Follow up: After the solution has been implemented, check back and make sure everything is going okay.  You want to avoid secondary problems at all costs and this is a great way to prevent them.  If you’re lucky, your “phone buddy” might even give you some credit for helping.

Final Word: Your goal in all of this is to come up with the best solution possible given the circumstances, not to come up with a perfect solution.  Problems happen, that’s part of life and people usually understand that.  In the end, if the person on the other side can say “As bad as it was, I was happy that you were there to help,” you’ve done your job and done it well!

– Greg

57 Responses leave one →
  1. August 12, 2009

    Excellent advice. I’ve heard a lot of screaming in my day, too.

  2. August 12, 2009

    I agree that your “Middle Call” step is both the most important and most negelcted. In fact, I would even extand the application by noting that I will call someone – or eMail them – every six months just because we haven’t communicated for six months. Even if it’s just an unintrusive “Hello. Howz things with you?” event, it puts you back on their front burner.

    Both Act! and Outlook can be set up to prompt you when it’s time to make that re-connect. For actual projects, MSProject can be set up to make sure Middle Calls get done. (And, I suspect other project management programs will do it, too.)

    Jim P.

  3. August 12, 2009


    Good points. Thanks for your comment.

    – Greg

  4. Robbin permalink
    August 13, 2009

    Thanks for the great advice. Especially like the middle call and alternative solutions. While implied, it’s also important to be calm. Two excited people simply does not work.

  5. August 13, 2009

    Thanks for saying so, Robin.

    – Greg

  6. Shah Rizvi permalink
    August 15, 2009

    Great Blog,

    I would concur with the comments that you should follow up as much as possible, and after the problem is solved you can ask for other people to talk to within the organization to increase your company/product’s exposure or for referrals to other companies. This can be a building block to strengthening your position at the client and increasing your sales.

  7. August 15, 2009


    It’s a great point. Often customers don’t remember the problem, just how it was solved.

    – Greg

  8. September 7, 2009


    Nicely done. Your post captures all the steps of a well executed problem solving engagement. What I noticed also is that there is a common thread that runs through every step of the process: effective communication. Wouldnt you agree that as you interact with anyone who calls on you for help, your ability to collect and transfer information with them is critical to timely problem resolution and high levels of satisfaction? Details of the problem, expectations, timing, empathy and follow through all play a critical role in an excellent customer service experience. If we make it a priority to strengthen our communication skills and apply them in a consistent manner we will have lots more happy customers.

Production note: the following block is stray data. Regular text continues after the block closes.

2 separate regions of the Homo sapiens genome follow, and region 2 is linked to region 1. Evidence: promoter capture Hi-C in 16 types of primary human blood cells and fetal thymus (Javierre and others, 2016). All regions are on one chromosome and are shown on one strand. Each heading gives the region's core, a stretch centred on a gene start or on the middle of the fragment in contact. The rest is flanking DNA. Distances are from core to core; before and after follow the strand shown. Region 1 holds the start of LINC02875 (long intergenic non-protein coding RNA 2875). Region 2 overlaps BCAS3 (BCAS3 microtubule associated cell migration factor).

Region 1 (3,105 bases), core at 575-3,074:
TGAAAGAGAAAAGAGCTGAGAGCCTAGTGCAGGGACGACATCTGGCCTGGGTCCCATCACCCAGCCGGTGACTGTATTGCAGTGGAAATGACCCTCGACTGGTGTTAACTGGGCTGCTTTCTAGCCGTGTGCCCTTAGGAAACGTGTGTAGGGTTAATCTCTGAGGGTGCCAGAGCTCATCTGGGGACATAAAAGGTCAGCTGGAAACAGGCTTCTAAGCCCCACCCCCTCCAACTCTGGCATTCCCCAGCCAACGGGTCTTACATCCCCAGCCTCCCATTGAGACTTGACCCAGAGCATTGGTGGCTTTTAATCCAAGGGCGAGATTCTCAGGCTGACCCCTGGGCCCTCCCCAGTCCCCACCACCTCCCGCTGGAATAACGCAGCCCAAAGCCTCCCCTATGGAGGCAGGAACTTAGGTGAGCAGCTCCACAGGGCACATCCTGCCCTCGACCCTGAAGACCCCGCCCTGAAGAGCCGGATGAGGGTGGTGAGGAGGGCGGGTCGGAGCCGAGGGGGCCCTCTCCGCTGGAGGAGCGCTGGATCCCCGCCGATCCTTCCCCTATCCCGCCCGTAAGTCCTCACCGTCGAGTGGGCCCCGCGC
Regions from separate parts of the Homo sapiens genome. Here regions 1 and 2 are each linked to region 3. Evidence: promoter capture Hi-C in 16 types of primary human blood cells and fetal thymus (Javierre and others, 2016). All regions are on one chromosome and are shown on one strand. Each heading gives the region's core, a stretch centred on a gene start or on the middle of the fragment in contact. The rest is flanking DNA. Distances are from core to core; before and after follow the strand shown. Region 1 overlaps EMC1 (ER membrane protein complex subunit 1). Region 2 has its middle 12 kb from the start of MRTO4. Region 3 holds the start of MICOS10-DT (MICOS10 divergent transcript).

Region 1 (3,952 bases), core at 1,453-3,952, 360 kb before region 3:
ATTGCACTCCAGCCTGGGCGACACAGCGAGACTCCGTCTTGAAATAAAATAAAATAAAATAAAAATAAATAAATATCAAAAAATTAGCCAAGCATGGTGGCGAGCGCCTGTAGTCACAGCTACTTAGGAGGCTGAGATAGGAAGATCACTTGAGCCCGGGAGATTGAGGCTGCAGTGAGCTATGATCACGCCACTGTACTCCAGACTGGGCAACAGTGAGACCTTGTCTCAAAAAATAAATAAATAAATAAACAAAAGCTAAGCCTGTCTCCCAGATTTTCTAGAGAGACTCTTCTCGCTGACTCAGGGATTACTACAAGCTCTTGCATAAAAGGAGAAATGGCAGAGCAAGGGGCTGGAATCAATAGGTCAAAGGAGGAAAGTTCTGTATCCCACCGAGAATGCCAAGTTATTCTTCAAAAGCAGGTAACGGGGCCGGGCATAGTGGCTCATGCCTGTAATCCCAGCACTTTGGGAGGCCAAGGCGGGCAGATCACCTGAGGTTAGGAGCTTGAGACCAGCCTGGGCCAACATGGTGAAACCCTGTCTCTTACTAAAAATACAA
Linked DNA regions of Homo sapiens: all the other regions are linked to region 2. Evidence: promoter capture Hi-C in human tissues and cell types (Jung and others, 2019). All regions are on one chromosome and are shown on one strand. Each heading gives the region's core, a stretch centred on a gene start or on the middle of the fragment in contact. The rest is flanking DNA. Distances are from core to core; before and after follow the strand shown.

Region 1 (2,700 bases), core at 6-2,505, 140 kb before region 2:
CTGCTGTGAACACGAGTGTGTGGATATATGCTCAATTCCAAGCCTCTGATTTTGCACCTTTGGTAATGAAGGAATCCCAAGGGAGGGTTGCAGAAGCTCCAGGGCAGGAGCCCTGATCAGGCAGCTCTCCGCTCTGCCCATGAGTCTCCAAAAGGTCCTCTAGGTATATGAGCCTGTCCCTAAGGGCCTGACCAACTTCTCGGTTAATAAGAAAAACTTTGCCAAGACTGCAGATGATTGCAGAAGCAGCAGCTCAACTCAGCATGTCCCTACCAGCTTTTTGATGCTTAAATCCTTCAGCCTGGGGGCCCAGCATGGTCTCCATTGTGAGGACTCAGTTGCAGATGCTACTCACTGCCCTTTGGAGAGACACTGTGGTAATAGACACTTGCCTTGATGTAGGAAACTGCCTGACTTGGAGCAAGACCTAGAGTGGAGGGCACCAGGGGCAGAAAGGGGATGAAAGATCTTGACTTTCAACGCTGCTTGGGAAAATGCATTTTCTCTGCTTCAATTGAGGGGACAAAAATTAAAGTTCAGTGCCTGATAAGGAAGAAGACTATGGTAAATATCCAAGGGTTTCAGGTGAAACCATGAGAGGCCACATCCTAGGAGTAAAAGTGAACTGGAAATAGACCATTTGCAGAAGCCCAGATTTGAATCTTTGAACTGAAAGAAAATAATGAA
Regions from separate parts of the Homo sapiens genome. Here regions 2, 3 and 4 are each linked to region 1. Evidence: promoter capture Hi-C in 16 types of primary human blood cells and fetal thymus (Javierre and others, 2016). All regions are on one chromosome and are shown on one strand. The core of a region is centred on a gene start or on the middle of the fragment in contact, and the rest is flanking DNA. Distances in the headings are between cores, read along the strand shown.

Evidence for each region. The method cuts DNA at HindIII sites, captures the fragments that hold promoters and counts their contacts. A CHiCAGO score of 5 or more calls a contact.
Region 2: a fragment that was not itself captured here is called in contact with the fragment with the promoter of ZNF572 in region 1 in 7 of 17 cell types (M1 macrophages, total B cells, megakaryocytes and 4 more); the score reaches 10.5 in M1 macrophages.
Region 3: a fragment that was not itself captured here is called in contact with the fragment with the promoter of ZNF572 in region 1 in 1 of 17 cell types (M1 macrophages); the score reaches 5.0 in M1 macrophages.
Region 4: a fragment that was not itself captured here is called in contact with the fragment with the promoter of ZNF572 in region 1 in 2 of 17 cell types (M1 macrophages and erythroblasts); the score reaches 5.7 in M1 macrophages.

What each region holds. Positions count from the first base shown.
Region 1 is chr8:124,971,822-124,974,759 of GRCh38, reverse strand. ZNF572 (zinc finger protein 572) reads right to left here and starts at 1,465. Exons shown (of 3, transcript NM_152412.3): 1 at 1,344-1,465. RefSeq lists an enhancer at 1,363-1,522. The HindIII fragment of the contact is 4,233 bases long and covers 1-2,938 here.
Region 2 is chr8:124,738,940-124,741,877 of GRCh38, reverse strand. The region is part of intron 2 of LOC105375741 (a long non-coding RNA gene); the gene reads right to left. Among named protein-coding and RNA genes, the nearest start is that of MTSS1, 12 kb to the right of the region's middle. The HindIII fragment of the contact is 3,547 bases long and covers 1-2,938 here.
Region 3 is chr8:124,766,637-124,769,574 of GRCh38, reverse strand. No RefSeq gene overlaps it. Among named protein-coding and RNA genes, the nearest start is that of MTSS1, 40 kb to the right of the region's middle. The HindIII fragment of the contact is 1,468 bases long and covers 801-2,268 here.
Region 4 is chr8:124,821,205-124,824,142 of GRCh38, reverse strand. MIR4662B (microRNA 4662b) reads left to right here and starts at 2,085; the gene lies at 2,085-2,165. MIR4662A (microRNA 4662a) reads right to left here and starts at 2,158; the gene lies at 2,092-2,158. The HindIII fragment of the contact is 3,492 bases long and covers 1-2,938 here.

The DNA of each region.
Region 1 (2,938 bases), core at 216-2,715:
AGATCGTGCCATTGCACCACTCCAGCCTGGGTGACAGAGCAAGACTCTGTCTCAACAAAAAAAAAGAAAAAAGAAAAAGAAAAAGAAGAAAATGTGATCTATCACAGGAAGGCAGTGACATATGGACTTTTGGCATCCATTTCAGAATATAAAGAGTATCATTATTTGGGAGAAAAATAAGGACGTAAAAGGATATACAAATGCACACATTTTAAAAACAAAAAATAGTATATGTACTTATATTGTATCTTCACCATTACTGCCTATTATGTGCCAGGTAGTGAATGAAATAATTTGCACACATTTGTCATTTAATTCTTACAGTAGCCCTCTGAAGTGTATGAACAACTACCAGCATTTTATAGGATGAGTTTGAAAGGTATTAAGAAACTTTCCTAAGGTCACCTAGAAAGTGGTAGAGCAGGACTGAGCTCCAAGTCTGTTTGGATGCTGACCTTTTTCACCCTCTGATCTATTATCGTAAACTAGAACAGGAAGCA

Don F Perkins

  9. September 8, 2009


    Yes, I would agree. Thanks!

    – Greg

  10. September 9, 2009


    Simple, common sense approaches are best and yours is right on target. It surprises the large number of managers and sales staff that don’t make the middle call. Heading checks are always welcome and my saying is “phone calls are cheap”. I have found the middle all a good way to get additional information from the client on the issue at hand after the dust has settled.


  11. September 9, 2009


    Thanks. Good points.

    – Greg

  12. Sudhir Deva permalink
    September 11, 2009

    Hi Greg

    Creating and keeping options (in plural) handy before the Middle Call is a great way to pacify an irate caller.


  13. September 11, 2009


    It really depends on the nature of the relationship. If it is a short term service situation, getting to options more quickly makes a lot of sense. If the problem is more complicated, you’re better off waiting until you know what’s going on or you run the risk of running into secondary problems.

    – Greg

  14. gertrude huber permalink
    September 13, 2009


    It is a pleasure reading you while I keep current and progressive via Internet. In this post you’ve brought up points that are vital not only in terms of business but every day life as well.

    LCIFOR = Listening, Communication, Investigation, Follow up, Options, Resolution

    Till next time,


  15. September 13, 2009


    Thank you very much, nice acronym!